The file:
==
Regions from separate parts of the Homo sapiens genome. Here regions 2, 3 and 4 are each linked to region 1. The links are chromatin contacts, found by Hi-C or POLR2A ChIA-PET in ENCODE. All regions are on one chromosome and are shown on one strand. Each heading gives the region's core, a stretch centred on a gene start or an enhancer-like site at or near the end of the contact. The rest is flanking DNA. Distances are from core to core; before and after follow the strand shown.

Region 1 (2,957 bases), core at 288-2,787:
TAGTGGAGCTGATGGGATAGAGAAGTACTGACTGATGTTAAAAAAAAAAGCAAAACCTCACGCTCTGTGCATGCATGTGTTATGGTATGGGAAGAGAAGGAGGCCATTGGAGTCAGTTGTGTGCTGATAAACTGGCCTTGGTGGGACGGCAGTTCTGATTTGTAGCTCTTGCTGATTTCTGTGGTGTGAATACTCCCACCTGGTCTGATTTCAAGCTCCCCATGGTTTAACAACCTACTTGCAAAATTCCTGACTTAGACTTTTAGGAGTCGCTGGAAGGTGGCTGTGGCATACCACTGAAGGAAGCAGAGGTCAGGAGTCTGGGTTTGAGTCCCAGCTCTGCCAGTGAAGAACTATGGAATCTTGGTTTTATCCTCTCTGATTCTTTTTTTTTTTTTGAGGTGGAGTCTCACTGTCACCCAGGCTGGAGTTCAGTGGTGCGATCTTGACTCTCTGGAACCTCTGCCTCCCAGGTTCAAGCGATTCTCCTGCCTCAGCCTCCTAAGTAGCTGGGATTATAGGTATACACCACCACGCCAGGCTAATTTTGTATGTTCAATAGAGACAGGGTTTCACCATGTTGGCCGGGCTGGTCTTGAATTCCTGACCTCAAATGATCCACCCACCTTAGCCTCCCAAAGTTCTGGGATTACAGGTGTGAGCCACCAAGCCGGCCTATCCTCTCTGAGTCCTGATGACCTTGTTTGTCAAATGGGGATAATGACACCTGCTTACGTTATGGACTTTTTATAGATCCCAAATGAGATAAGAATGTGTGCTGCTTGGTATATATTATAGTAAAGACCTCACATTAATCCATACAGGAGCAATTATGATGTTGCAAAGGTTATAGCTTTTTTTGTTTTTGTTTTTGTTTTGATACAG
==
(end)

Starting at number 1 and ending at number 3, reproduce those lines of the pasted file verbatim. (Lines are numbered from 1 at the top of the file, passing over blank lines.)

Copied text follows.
Regions from separate parts of the Homo sapiens genome. Here regions 2, 3 and 4 are each linked to region 1. The links are chromatin contacts, found by Hi-C or POLR2A ChIA-PET in ENCODE. All regions are on one chromosome and are shown on one strand. Each heading gives the region's core, a stretch centred on a gene start or an enhancer-like site at or near the end of the contact. The rest is flanking DNA. Distances are from core to core; before and after follow the strand shown.

Region 1 (2,957 bases), core at 288-2,787:
TAGTGGAGCTGATGGGATAGAGAAGTACTGACTGATGTTAAAAAAAAAAGCAAAACCTCACGCTCTGTGCATGCATGTGTTATGGTATGGGAAGAGAAGGAGGCCATTGGAGTCAGTTGTGTGCTGATAAACTGGCCTTGGTGGGACGGCAGTTCTGATTTGTAGCTCTTGCTGATTTCTGTGGTGTGAATACTCCCACCTGGTCTGATTTCAAGCTCCCCATGGTTTAACAACCTACTTGCAAAATTCCTGACTTAGACTTTTAGGAGTCGCTGGAAGGTGGCTGTGGCATACCACTGAAGGAAGCAGAGGTCAGGAGTCTGGGTTTGAGTCCCAGCTCTGCCAGTGAAGAACTATGGAATCTTGGTTTTATCCTCTCTGATTCTTTTTTTTTTTTTGAGGTGGAGTCTCACTGTCACCCAGGCTGGAGTTCAGTGGTGCGATCTTGACTCTCTGGAACCTCTGCCTCCCAGGTTCAAGCGATTCTCCTGCCTCAGCCTCCTAAGTAGCTGGGATTATAGGTATACACCACCACGCCAGGCTAATTTTGTATGTTCAATAGAGACAGGGTTTCACCATGTTGGCCGGGCTGGTCTTGAATTCCTGACCTCAAATGATCCACCCACCTTAGCCTCCCAAAGTTCTGGGATTACAGGTGTGAGCCACCAAGCCGGCCTATCCTCTCTGAGTCCTGATGACCTTGTTTGTCAAATGGGGATAATGACACCTGCTTACGTTATGGACTTTTTATAGATCCCAAATGAGATAAGAATGTGTGCTGCTTGGTATATATTATAGTAAAGACCTCACATTAATCCATACAGGAGCAATTATGATGTTGCAAAGGTTATAGCTTTTTTTGTTTTTGTTTTTGTTTTGATACAG